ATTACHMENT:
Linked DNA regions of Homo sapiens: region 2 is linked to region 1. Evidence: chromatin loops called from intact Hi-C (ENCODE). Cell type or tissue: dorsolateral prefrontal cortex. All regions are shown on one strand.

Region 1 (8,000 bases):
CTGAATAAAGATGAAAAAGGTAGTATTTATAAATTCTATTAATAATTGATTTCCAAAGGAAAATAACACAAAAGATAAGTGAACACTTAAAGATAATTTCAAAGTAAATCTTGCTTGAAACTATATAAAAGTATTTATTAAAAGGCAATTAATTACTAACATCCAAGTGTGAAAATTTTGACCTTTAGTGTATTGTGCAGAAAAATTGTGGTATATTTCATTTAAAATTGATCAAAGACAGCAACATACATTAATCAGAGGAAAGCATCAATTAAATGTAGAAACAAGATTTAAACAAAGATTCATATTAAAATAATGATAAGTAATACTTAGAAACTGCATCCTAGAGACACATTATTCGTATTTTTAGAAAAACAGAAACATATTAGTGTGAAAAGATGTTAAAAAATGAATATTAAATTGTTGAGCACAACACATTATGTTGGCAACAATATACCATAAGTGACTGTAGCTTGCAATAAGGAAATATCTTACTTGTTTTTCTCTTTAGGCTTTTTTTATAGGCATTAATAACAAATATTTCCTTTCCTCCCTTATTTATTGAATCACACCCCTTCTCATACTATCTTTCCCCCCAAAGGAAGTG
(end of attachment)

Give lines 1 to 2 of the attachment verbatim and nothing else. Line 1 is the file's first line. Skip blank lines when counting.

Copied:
Linked DNA regions of Homo sapiens: region 2 is linked to region 1. Evidence: chromatin loops called from intact Hi-C (ENCODE). Cell type or tissue: dorsolateral prefrontal cortex. All regions are shown on one strand.

Region 1 (8,000 bases):